Prime Minister Justin Trudeau last visited Winnipeg, Man., about a month ago for a funding announcement. According to his updated itinerary, he’ll be returning to the River City this week alongside Minister of International Trade Diversification, Jim Carr to meet with CEO and president of Richardson International, Curt Vossen.
The meeting comes five days after the Canola Council of Canada (CCC) announced China had stopped all new canola seed sales. Richardson International — one of the largest exporters of the Canadian product — had its export permit revoked by China earlier this month. The restriction came after what Chinese officials called ‘hazardous pests’ were found in recent shipments.
The ‘hazardous pests’ have not been officially named, as the Canadian Food Inspection Agency (CFIA) has remained tight-lipped on the subject.
Agriculture Minister Marie-Claude Bibeau confirmed to RealAgriculture on Monday that the CFIA inspected the canola seed shipments, using appropriate procedures and analysis, prior to export to China. The agency was confident the certified shipments met foreign import requirements, as is Richardson International.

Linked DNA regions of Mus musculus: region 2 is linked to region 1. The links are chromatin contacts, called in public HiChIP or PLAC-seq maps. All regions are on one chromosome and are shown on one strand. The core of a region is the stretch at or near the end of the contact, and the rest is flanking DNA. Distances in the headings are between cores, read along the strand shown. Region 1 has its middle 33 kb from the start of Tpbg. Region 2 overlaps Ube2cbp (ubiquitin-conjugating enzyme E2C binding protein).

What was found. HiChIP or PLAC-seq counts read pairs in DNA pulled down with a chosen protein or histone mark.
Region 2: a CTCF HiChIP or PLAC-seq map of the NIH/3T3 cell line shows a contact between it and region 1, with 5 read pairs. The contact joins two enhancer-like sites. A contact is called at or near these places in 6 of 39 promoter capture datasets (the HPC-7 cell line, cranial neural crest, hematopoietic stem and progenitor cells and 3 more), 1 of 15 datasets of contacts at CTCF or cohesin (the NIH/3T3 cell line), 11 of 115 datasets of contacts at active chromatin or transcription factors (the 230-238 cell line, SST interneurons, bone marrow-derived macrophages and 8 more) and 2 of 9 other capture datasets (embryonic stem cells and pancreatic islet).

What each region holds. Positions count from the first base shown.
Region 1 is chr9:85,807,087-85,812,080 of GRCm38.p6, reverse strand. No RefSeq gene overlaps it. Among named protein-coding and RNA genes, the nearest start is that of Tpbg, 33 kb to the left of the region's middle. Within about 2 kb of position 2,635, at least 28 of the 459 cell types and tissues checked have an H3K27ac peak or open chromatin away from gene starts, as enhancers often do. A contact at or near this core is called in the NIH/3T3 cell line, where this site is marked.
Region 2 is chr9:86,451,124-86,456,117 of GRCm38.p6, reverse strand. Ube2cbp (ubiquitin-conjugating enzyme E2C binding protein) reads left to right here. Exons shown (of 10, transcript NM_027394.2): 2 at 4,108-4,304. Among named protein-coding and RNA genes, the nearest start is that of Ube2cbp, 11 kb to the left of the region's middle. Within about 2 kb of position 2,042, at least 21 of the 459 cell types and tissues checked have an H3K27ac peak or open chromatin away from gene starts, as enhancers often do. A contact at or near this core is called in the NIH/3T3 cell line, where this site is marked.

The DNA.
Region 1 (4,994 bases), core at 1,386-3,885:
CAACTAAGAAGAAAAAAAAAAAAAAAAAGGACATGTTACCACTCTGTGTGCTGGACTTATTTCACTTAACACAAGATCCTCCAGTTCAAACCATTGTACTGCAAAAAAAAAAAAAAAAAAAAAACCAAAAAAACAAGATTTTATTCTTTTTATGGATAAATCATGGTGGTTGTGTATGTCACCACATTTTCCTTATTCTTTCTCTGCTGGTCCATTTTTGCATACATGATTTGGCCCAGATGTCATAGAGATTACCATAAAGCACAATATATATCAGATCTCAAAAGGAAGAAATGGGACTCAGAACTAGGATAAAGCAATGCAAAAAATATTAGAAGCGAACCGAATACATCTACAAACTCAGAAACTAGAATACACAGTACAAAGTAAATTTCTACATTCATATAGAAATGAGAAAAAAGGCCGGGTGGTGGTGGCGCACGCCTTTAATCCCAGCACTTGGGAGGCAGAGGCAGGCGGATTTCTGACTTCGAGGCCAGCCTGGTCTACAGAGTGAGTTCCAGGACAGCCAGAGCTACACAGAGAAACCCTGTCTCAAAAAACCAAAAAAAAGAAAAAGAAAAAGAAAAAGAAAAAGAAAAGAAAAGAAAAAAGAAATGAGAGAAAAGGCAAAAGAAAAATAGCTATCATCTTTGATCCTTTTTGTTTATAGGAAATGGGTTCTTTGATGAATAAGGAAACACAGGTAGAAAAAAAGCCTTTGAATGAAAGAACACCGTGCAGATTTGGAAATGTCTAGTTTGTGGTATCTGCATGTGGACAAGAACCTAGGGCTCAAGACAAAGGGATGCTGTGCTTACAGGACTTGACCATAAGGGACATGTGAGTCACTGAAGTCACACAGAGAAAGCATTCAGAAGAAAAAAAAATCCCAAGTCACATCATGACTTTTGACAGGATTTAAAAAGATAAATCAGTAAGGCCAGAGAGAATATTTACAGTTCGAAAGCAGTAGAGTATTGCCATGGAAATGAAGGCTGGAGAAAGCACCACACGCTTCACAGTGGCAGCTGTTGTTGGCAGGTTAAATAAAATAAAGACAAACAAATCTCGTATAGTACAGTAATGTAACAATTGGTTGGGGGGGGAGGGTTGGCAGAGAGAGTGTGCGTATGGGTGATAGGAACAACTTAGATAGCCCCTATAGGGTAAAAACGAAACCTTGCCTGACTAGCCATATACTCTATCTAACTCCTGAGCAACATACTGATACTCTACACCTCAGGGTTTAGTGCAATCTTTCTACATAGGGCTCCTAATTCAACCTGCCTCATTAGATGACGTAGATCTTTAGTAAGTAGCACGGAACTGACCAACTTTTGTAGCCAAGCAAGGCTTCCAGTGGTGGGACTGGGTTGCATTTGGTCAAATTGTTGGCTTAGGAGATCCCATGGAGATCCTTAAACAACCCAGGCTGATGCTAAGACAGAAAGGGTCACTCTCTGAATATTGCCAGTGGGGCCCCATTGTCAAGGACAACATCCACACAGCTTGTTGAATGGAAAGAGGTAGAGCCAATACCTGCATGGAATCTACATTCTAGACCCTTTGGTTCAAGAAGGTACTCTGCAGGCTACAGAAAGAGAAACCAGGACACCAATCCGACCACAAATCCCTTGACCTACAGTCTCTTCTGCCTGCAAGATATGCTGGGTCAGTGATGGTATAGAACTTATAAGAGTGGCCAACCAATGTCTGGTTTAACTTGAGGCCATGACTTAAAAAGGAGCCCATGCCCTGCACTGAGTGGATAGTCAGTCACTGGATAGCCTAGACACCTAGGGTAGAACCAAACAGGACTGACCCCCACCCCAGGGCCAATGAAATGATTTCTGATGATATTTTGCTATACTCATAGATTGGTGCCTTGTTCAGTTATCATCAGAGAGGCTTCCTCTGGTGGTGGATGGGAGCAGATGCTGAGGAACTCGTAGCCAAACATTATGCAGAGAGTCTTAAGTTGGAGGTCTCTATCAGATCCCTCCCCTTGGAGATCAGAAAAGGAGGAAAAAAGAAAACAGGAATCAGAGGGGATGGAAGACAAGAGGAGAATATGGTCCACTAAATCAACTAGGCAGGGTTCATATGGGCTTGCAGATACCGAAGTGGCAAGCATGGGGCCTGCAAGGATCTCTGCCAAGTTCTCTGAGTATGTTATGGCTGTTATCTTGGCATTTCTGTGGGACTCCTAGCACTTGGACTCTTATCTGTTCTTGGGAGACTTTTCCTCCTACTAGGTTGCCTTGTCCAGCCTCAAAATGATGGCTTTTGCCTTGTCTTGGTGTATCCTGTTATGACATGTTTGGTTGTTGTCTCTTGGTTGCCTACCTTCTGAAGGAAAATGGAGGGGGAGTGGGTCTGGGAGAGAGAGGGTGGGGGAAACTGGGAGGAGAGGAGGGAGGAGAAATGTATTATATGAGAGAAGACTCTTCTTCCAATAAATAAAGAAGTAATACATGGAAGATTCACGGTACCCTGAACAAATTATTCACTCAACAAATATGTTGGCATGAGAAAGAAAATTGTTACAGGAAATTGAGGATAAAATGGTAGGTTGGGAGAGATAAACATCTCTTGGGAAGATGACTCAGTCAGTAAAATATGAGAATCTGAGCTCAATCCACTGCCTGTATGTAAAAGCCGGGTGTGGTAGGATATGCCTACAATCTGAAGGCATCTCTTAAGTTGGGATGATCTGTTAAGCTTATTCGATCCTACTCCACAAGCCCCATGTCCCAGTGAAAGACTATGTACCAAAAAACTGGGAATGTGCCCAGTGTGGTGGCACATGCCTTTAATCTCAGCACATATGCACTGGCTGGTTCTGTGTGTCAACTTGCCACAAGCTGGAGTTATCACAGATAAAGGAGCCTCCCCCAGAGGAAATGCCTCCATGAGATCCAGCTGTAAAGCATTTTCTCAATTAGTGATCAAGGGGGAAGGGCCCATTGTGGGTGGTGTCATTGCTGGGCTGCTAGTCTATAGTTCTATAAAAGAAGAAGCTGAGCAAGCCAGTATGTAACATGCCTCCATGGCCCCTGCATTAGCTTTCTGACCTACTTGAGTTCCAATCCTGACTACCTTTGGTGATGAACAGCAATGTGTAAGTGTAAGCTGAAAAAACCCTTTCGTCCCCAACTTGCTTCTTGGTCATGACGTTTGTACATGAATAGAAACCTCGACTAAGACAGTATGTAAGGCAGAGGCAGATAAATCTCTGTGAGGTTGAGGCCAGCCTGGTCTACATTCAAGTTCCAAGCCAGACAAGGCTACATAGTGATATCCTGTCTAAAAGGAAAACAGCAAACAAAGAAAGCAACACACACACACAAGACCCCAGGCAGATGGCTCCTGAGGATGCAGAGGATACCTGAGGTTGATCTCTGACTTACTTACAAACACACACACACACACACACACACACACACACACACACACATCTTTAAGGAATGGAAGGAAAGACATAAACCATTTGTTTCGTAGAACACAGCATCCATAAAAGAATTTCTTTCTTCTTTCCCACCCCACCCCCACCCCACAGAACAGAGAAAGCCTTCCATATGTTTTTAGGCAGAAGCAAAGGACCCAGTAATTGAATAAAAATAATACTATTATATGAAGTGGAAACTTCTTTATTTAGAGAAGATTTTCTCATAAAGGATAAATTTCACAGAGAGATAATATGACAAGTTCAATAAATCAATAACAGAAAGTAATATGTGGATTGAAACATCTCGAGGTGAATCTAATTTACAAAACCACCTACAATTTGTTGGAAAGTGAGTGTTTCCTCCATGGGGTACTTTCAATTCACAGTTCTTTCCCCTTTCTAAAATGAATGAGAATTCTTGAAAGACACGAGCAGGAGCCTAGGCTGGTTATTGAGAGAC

She also added a discussion took place last week between plant health experts from Customs China and the CFIA where the pair exchanged some initial technical information.
“Officials from both countries will continue to engage in order to find a science-based solution to this issue as quickly as possible,” Bibeau says.
China’s imports account for roughly 40 per cent of all Canadian exports of canola seed, oil, and meal. That being said, canola seed remains the only commodity affected by the import ban. Bibeau says she is unaware of the ban having an effect on other commodities Canada produces at this time and will be closely monitoring the situation.
This story will be updated as more information becomes available.